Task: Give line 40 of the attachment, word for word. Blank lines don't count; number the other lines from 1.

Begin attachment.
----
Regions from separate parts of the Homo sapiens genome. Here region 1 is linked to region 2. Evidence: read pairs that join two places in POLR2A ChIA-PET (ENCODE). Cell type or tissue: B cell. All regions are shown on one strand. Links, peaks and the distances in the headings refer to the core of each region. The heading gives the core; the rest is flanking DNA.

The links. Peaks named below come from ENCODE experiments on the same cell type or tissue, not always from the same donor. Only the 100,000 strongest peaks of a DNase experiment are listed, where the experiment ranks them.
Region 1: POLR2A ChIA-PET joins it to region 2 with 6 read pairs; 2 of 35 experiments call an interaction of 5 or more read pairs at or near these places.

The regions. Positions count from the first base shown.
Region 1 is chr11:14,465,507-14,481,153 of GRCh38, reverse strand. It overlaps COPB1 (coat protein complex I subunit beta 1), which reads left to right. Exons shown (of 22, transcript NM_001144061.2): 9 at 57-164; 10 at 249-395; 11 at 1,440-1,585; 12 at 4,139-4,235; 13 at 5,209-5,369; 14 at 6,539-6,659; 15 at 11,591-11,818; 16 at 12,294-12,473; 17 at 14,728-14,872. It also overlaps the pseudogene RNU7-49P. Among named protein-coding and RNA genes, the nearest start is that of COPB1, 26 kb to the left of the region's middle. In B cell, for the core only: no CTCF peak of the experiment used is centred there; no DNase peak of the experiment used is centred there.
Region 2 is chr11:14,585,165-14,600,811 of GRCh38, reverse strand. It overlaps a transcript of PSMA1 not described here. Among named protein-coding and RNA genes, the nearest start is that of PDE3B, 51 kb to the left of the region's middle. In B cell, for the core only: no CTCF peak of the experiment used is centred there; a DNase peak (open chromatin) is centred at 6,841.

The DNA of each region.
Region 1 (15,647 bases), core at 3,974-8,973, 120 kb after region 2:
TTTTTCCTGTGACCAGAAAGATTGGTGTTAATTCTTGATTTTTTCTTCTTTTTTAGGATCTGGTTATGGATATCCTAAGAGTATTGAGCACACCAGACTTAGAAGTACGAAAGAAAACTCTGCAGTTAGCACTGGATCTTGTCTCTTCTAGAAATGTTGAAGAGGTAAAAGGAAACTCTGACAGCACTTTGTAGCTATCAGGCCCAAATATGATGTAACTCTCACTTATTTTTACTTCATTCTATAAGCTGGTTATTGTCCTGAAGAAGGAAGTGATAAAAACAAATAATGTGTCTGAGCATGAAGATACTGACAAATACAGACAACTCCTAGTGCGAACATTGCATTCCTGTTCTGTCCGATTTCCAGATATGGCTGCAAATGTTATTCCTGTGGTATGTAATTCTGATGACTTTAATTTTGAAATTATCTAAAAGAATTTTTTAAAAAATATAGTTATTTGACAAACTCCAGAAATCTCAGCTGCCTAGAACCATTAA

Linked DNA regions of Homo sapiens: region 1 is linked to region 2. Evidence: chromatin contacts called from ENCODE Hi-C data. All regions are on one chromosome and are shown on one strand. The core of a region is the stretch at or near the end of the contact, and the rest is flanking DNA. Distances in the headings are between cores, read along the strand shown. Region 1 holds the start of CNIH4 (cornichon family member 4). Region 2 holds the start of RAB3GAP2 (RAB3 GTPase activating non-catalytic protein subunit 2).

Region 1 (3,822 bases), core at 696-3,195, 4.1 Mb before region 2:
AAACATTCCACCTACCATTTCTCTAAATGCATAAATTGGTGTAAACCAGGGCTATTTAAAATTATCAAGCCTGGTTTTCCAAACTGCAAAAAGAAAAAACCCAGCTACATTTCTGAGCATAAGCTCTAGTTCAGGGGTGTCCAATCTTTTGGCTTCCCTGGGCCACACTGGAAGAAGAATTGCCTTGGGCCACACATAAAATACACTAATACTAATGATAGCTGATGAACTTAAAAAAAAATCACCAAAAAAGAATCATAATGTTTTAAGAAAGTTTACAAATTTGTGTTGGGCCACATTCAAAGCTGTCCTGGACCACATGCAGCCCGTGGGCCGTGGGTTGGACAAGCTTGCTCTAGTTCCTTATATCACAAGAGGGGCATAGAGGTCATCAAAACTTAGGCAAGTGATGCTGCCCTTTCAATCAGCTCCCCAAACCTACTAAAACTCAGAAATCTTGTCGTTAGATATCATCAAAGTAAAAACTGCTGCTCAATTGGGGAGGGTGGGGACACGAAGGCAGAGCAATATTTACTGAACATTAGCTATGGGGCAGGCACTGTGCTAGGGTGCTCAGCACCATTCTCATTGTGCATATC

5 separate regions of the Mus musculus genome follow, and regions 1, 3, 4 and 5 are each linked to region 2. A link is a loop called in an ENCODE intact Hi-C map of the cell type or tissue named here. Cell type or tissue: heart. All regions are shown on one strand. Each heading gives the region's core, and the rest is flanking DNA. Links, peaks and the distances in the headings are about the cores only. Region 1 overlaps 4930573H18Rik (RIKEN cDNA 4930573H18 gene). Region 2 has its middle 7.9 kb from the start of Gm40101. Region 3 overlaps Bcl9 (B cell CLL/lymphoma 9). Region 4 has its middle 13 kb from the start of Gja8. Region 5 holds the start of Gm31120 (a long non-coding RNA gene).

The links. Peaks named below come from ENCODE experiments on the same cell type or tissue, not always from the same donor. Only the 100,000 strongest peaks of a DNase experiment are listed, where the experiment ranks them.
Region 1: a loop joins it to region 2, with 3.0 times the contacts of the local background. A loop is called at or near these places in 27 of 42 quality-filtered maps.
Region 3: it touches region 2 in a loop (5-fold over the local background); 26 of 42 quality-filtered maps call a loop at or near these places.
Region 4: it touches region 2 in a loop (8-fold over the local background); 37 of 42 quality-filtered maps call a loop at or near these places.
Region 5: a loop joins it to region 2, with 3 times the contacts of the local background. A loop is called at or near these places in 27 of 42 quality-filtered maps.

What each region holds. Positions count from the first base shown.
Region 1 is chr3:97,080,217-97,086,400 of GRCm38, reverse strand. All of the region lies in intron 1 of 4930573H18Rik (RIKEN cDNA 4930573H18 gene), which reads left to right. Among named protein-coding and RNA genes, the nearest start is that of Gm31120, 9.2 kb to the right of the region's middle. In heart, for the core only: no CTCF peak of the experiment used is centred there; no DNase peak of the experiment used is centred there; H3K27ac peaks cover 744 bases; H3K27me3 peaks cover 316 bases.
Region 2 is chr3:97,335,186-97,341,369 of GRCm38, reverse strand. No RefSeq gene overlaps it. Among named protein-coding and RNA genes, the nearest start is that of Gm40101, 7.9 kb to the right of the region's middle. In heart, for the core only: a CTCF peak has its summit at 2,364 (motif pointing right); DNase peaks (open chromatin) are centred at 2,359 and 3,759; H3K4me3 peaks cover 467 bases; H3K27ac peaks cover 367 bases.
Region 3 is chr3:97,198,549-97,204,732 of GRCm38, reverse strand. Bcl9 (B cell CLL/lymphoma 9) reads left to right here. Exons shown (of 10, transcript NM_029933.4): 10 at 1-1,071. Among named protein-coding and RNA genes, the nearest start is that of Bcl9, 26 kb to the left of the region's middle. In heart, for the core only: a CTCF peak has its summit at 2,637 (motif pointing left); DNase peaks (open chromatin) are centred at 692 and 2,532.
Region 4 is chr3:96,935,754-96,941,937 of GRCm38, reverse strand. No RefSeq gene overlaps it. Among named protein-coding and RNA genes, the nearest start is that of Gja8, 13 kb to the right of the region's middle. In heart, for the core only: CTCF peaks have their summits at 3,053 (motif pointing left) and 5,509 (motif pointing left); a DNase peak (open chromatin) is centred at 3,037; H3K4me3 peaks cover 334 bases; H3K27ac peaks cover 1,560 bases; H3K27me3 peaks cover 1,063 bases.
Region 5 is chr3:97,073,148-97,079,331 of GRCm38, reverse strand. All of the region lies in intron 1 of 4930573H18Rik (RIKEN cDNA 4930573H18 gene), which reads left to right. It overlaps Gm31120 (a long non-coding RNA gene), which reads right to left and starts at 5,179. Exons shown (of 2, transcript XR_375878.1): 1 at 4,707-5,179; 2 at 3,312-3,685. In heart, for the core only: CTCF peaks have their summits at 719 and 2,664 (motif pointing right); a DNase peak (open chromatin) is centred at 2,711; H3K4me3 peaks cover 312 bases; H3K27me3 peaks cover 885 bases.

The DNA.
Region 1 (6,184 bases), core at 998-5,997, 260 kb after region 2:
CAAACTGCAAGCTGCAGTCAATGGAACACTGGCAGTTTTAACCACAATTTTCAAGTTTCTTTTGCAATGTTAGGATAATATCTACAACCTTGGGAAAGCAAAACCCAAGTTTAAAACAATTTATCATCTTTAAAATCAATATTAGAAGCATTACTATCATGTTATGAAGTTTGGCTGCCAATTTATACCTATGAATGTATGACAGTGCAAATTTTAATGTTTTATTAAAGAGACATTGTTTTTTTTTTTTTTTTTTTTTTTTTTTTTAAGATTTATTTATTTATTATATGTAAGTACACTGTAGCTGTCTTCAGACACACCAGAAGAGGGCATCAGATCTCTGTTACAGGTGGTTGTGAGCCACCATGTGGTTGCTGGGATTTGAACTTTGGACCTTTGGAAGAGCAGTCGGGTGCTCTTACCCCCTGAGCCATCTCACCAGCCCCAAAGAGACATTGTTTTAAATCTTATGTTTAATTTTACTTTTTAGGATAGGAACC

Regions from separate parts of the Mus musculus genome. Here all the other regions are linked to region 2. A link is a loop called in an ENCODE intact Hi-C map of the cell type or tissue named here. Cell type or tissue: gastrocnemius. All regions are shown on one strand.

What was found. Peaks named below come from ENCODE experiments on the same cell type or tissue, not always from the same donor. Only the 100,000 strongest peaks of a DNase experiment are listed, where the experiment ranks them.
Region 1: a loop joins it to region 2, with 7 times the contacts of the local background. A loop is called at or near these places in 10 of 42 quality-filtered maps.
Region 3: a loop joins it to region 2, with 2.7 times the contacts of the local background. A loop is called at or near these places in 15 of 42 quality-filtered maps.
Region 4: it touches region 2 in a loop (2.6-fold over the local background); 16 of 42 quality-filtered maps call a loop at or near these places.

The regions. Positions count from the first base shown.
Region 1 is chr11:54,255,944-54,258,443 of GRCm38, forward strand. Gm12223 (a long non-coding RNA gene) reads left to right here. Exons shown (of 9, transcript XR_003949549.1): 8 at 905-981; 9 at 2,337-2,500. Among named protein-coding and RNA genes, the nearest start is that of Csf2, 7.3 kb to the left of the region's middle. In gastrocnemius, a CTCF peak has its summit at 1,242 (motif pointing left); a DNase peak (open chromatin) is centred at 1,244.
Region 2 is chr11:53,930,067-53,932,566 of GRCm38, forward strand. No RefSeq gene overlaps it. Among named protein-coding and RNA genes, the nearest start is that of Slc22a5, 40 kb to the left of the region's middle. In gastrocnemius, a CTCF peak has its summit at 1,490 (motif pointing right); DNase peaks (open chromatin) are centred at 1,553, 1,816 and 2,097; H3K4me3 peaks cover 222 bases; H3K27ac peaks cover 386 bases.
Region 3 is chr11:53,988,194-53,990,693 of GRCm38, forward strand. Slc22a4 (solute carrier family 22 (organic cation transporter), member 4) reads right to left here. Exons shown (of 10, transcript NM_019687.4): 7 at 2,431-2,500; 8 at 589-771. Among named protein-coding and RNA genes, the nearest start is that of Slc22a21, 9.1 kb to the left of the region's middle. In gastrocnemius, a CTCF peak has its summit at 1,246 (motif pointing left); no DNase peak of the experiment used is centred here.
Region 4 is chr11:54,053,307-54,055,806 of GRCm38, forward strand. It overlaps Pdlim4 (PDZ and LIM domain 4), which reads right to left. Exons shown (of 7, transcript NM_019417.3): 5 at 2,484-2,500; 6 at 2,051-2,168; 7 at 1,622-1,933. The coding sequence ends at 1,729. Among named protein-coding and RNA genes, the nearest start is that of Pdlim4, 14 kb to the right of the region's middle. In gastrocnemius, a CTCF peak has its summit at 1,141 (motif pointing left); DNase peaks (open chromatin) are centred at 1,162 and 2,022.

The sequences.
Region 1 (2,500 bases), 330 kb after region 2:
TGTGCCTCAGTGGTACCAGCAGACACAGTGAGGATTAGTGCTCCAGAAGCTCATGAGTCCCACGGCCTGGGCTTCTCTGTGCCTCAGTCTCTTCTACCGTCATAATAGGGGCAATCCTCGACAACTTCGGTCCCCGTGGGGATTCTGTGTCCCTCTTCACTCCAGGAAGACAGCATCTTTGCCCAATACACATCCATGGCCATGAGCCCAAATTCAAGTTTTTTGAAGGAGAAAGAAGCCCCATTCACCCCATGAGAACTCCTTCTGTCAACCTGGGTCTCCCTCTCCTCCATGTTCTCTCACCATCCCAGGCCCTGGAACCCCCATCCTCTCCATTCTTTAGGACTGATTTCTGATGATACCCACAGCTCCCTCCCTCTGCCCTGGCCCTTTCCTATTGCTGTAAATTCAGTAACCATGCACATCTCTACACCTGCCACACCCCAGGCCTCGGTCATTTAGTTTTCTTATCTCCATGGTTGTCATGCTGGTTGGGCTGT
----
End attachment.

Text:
TGTGCCTCAGTGGTACCAGCAGACACAGTGAGGATTAGTGCTCCAGAAGCTCATGAGTCCCACGGCCTGGGCTTCTCTGTGCCTCAGTCTCTTCTACCGTCATAATAGGGGCAATCCTCGACAACTTCGGTCCCCGTGGGGATTCTGTGTCCCTCTTCACTCCAGGAAGACAGCATCTTTGCCCAATACACATCCATGGCCATGAGCCCAAATTCAAGTTTTTTGAAGGAGAAAGAAGCCCCATTCACCCCATGAGAACTCCTTCTGTCAACCTGGGTCTCCCTCTCCTCCATGTTCTCTCACCATCCCAGGCCCTGGAACCCCCATCCTCTCCATTCTTTAGGACTGATTTCTGATGATACCCACAGCTCCCTCCCTCTGCCCTGGCCCTTTCCTATTGCTGTAAATTCAGTAACCATGCACATCTCTACACCTGCCACACCCCAGGCCTCGGTCATTTAGTTTTCTTATCTCCATGGTTGTCATGCTGGTTGGGCTGT